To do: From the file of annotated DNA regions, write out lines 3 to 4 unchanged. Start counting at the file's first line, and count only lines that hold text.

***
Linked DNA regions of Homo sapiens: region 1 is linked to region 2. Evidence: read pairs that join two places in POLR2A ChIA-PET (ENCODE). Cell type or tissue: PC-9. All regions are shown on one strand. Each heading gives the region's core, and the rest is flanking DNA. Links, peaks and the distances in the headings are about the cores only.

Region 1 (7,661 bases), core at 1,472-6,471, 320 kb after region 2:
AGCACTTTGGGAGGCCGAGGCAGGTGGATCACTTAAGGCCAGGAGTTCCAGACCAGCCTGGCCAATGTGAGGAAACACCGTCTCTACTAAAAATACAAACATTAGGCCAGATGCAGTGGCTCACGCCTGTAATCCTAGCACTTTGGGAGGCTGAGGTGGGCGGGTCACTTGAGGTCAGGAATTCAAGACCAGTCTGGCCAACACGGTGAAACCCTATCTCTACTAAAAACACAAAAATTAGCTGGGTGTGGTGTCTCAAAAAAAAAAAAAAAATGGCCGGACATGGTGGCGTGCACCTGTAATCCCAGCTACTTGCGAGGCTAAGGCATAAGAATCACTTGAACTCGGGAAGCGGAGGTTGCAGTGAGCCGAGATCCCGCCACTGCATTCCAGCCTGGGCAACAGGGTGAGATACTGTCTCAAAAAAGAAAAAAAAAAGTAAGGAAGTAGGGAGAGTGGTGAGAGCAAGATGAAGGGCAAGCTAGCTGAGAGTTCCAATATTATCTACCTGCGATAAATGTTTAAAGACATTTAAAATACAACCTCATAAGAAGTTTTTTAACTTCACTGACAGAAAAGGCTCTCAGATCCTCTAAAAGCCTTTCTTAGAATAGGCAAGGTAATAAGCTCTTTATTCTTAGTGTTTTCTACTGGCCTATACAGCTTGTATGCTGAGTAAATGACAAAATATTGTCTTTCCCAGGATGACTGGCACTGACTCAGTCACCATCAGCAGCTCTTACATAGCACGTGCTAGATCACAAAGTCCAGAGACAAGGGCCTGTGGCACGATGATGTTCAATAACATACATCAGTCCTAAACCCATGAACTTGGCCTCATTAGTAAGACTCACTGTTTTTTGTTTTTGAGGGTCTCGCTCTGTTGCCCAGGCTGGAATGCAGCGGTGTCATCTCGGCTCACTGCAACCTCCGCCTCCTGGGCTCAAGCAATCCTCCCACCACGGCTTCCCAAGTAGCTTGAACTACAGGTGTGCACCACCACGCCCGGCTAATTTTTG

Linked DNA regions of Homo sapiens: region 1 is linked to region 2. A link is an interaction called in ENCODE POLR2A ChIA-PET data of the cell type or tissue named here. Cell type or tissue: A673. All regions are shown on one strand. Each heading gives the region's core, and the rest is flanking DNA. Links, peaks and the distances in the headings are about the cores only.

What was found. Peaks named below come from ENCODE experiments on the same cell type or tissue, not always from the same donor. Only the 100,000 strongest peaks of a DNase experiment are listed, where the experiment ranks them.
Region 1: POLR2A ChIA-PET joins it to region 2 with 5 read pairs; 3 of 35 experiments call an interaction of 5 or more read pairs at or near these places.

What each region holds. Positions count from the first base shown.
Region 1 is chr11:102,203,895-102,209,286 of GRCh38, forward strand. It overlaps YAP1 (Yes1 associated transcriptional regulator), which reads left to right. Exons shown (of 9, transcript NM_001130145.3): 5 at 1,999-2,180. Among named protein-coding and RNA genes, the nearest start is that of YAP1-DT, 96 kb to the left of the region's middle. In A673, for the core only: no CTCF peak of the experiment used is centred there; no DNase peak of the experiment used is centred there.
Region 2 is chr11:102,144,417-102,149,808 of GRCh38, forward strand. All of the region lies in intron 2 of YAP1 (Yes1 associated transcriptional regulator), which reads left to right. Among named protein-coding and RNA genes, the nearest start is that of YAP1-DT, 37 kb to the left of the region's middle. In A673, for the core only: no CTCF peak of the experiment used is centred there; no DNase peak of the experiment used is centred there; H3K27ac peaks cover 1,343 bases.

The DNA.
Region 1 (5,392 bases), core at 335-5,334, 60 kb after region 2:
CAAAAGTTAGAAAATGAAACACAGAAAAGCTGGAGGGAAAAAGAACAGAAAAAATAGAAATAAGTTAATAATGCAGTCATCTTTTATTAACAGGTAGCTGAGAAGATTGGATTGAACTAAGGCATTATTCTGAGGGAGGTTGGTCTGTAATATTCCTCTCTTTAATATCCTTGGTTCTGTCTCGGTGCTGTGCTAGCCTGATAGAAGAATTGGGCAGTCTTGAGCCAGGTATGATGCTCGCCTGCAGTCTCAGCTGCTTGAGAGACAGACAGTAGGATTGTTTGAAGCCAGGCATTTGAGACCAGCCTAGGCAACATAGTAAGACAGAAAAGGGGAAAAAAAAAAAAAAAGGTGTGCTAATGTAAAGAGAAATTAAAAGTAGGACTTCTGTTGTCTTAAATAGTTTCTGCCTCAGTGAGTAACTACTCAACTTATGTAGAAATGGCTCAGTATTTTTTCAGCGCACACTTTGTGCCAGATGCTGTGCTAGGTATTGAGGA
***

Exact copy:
AGCACTTTGGGAGGCCGAGGCAGGTGGATCACTTAAGGCCAGGAGTTCCAGACCAGCCTGGCCAATGTGAGGAAACACCGTCTCTACTAAAAATACAAACATTAGGCCAGATGCAGTGGCTCACGCCTGTAATCCTAGCACTTTGGGAGGCTGAGGTGGGCGGGTCACTTGAGGTCAGGAATTCAAGACCAGTCTGGCCAACACGGTGAAACCCTATCTCTACTAAAAACACAAAAATTAGCTGGGTGTGGTGTCTCAAAAAAAAAAAAAAAATGGCCGGACATGGTGGCGTGCACCTGTAATCCCAGCTACTTGCGAGGCTAAGGCATAAGAATCACTTGAACTCGGGAAGCGGAGGTTGCAGTGAGCCGAGATCCCGCCACTGCATTCCAGCCTGGGCAACAGGGTGAGATACTGTCTCAAAAAAGAAAAAAAAAAGTAAGGAAGTAGGGAGAGTGGTGAGAGCAAGATGAAGGGCAAGCTAGCTGAGAGTTCCAATATTATCTACCTGCGATAAATGTTTAAAGACATTTAAAATACAACCTCATAAGAAGTTTTTTAACTTCACTGACAGAAAAGGCTCTCAGATCCTCTAAAAGCCTTTCTTAGAATAGGCAAGGTAATAAGCTCTTTATTCTTAGTGTTTTCTACTGGCCTATACAGCTTGTATGCTGAGTAAATGACAAAATATTGTCTTTCCCAGGATGACTGGCACTGACTCAGTCACCATCAGCAGCTCTTACATAGCACGTGCTAGATCACAAAGTCCAGAGACAAGGGCCTGTGGCACGATGATGTTCAATAACATACATCAGTCCTAAACCCATGAACTTGGCCTCATTAGTAAGACTCACTGTTTTTTGTTTTTGAGGGTCTCGCTCTGTTGCCCAGGCTGGAATGCAGCGGTGTCATCTCGGCTCACTGCAACCTCCGCCTCCTGGGCTCAAGCAATCCTCCCACCACGGCTTCCCAAGTAGCTTGAACTACAGGTGTGCACCACCACGCCCGGCTAATTTTTG

Linked DNA regions of Homo sapiens: region 1 is linked to region 2. A link is an interaction called in ENCODE POLR2A ChIA-PET data of the cell type or tissue named here. Cell type or tissue: A673. All regions are shown on one strand. Each heading gives the region's core, and the rest is flanking DNA. Links, peaks and the distances in the headings are about the cores only.